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@jmaxcruz - DC Colorful Row Homes

Color Me DC: 15 Ways to Embrace Spring Colors in Washington, DC

This spring, discover an array of beautiful and vibrant colors in the nation's capital.

Pink is perhaps the most popular color in DC come springtime, as the city’s famous cherry blossoms bloom. However, you can find nearly the entire color spectrum when you peruse DC's museums, attractions, restaurants and neighborhoods. Lucky for you, we've picked out the best ways to discover all the colors of the rainbow in the District.


Marvel at DC murals and street art


Alleyway with Murals near U Street - Neighborhoods in Washington, DC

Alleyway with Murals near U Street - Neighborhoods in Washington, DC

DC’s color palette is not confined to museums or its bounty of natural beauty. The city is filled with murals and street art, such as Lisa Marie Thalhammer's LOVE mural in Shaw, the Watermelon House on Q Street, the Marvin Gaye mural at 710 S Street, Union Market’s Heart Wall, James Bullough’s mind-bending work at 905 U Street (commissioned by The Phillips Collection) and Cory L. Stowers’ Paul Robeson mural. All showcase a variety of colors and ideas – and they’re all free to see.


Cherry blossom trees ... all over the place


Friends walking along Tidal Basin & cherry blossoms - Spring in Washington, DC

Once winter turns to spring, cherry blossoms bloom at spots all over the District. You and your comrades will be awash in pink at gorgeous sites such as the Tidal Basin, the Martin Luther King, Jr. Memorial and even off-the-beaten path locales like Stanton Park. You can entertain your cherry blossom enthusiasm even further by attending these National Cherry Blossom Festival events.


Rock the Red for DC sports teams


Both the Washington Wizards and 2018 Stanley Cup champion Washington Capitals play into the spring, so Capital One Arena will be at a fever pitch throughout the season. Even the boys of summer start in the spring, as the 2019 World Series champion Washington Nationals open their season at Nationals Park. Each team features its share of stars, so get ready to rock the red and feel the noise.


Savor the color-filled creativity of these José Andrés-helmed restaurants …


From the decor to the plates, the restaurants of José Andrés are eye-popping with color, matching the personality of their fun-loving owner. In Penn Quarter, the mainstay that is Jaleo features small plate sexiness in a stylish Spanish setting with big glass windows to see and be seen. Next door, China Chilcano's polychromatic designs match its true-to-Peru multicultural flavors, which incorporate Japanese and Chinese cuisine like sushi and dim sum. But wait, there's more! Nearby Zaytinya remains an in-demand reservation serving up Mediterranean small plates, while Mexican restaurant Oyamel features tableside guacamole and a whimsical (read: very colorful) dining room. All of these José Andrés restaurants have achieved Bib Gourmand status in DC’s Michelin Guide.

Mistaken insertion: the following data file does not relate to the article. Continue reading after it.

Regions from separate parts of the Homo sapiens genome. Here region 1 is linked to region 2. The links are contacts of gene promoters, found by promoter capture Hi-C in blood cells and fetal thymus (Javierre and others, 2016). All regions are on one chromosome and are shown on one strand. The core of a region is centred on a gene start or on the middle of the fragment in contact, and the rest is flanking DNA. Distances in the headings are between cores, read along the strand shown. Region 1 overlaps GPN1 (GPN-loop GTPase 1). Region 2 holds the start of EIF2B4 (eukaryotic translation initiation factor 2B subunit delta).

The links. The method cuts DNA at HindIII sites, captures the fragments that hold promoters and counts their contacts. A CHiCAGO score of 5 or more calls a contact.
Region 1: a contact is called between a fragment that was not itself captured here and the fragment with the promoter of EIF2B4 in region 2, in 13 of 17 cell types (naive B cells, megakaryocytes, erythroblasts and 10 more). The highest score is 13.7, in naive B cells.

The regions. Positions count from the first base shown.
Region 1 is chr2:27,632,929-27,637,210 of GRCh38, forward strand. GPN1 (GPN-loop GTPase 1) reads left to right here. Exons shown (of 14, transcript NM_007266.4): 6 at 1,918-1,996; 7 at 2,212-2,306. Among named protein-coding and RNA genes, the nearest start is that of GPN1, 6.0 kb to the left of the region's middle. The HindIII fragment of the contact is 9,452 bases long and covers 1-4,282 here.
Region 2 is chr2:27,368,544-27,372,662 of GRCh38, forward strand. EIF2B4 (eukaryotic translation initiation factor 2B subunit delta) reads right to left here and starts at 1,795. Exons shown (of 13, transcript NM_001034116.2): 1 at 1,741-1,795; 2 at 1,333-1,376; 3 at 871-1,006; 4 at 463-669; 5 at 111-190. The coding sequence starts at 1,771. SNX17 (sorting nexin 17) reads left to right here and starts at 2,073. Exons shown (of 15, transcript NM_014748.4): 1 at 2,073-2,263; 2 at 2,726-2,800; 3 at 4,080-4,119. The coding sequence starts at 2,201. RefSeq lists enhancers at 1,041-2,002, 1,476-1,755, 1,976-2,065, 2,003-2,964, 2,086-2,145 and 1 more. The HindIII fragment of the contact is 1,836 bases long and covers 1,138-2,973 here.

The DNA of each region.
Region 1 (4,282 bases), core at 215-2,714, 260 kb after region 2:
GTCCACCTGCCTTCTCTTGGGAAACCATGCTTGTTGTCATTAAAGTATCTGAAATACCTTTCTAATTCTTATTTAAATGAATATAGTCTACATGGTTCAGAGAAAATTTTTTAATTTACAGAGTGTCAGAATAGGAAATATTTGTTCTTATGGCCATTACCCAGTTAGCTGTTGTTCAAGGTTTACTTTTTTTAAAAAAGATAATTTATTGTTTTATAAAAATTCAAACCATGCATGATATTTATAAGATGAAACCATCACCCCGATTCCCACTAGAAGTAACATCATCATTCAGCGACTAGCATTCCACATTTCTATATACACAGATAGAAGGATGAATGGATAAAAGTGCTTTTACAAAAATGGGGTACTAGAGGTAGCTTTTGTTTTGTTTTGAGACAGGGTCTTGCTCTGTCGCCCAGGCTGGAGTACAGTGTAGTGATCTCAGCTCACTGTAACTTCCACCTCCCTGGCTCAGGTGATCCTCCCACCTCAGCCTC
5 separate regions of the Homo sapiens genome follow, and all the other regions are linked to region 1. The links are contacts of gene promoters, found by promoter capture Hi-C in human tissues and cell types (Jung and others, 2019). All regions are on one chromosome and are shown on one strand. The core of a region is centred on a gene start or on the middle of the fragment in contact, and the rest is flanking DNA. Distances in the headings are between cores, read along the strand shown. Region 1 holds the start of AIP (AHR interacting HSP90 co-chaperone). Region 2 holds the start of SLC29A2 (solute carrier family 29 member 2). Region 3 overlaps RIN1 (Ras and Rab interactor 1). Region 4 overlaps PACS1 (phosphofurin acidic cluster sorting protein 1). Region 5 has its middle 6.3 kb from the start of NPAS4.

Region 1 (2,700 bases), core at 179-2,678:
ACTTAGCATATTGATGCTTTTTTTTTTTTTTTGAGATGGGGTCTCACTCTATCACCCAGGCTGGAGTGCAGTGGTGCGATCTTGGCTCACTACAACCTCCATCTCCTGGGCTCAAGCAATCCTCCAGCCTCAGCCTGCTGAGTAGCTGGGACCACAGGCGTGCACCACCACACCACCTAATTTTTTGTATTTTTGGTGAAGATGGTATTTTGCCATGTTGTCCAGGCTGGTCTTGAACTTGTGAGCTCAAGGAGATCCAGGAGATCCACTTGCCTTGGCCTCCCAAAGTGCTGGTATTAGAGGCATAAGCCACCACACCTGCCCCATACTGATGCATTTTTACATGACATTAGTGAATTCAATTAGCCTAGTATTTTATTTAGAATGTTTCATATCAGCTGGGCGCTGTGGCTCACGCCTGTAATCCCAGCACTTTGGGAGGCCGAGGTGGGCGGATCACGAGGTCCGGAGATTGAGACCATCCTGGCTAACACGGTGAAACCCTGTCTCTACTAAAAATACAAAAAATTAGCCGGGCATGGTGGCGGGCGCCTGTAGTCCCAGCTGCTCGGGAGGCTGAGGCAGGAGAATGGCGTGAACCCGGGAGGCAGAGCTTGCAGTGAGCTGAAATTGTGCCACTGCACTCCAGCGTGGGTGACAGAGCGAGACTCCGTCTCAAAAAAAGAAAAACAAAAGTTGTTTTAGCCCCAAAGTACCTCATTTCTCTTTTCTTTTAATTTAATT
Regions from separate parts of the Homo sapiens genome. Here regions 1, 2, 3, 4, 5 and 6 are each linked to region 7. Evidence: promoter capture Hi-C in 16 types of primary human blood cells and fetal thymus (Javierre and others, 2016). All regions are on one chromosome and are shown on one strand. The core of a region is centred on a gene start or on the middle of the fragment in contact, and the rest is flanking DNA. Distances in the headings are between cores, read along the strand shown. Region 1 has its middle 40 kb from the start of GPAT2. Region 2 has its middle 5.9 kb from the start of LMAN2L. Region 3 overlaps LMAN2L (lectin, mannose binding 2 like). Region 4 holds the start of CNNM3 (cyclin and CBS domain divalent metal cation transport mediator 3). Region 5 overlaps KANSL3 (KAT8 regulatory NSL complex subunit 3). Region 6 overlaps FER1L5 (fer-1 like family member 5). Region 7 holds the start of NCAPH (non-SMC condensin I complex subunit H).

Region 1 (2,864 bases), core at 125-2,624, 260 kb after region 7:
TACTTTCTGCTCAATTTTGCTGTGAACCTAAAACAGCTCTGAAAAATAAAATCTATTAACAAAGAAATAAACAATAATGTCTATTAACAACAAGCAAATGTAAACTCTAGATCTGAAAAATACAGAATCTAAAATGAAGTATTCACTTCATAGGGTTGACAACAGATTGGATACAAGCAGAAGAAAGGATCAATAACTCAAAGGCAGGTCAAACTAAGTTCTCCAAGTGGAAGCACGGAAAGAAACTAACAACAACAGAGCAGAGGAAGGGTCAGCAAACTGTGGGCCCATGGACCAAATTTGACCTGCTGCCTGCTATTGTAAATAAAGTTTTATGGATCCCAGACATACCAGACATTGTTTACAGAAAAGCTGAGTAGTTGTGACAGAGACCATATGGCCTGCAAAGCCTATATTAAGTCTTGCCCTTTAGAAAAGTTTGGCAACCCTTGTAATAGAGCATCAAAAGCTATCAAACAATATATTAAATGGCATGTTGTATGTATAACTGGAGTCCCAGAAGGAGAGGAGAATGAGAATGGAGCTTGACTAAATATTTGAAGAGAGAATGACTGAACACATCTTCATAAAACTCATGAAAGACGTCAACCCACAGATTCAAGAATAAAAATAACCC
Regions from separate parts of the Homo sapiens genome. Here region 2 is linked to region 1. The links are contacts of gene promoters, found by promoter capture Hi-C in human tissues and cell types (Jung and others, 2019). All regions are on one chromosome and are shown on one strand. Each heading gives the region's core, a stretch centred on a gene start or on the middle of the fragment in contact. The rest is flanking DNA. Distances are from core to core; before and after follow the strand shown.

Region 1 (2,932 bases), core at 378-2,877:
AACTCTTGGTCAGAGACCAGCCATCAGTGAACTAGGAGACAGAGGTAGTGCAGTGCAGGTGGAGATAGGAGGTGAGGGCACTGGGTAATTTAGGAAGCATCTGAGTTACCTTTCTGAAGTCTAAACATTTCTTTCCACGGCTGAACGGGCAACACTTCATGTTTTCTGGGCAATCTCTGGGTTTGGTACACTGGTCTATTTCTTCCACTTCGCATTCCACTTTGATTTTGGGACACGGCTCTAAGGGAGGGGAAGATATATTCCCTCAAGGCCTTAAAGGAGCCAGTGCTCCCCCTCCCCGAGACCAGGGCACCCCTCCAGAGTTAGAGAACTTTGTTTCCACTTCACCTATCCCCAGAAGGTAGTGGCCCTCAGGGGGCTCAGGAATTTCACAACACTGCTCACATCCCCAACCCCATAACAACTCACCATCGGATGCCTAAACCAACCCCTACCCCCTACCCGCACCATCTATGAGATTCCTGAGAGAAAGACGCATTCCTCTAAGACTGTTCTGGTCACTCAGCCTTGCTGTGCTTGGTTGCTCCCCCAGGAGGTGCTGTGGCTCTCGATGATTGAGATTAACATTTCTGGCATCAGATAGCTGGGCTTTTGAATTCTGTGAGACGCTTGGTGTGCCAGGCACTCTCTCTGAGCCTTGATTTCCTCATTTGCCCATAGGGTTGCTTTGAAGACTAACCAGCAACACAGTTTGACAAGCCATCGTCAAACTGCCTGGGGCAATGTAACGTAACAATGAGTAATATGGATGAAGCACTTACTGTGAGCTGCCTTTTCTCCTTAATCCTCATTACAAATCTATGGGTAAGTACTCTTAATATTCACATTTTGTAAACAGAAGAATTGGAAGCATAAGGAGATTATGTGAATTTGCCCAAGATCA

And many other acclaimed DC eateries

Throughout its effervescent and delicious neighborhoods, DC offers restaurants with concepts and flavors from all over the world. There’s the Indian fare and Hindu-inspired environs of Rasika West End and so many more restaurants to try right now. The list goes on and on, so start your colorful and delicious dining adventures in the District.


Pay tribute to the red, white and blue at the National Museum of American History


Patriotic colors are the focus of the Smithsonian National Museum of American History's Star-Spangled Banner exhibit, which showcases the flag that stood at Baltimore’s Fort McHenry in 1814 and inspired Francis Scott Key to write our country’s national anthem. You can view the historic relic for free at one of the city’s most popular museums.


Explore the National Arboretum, a 446-acre agricultural wonder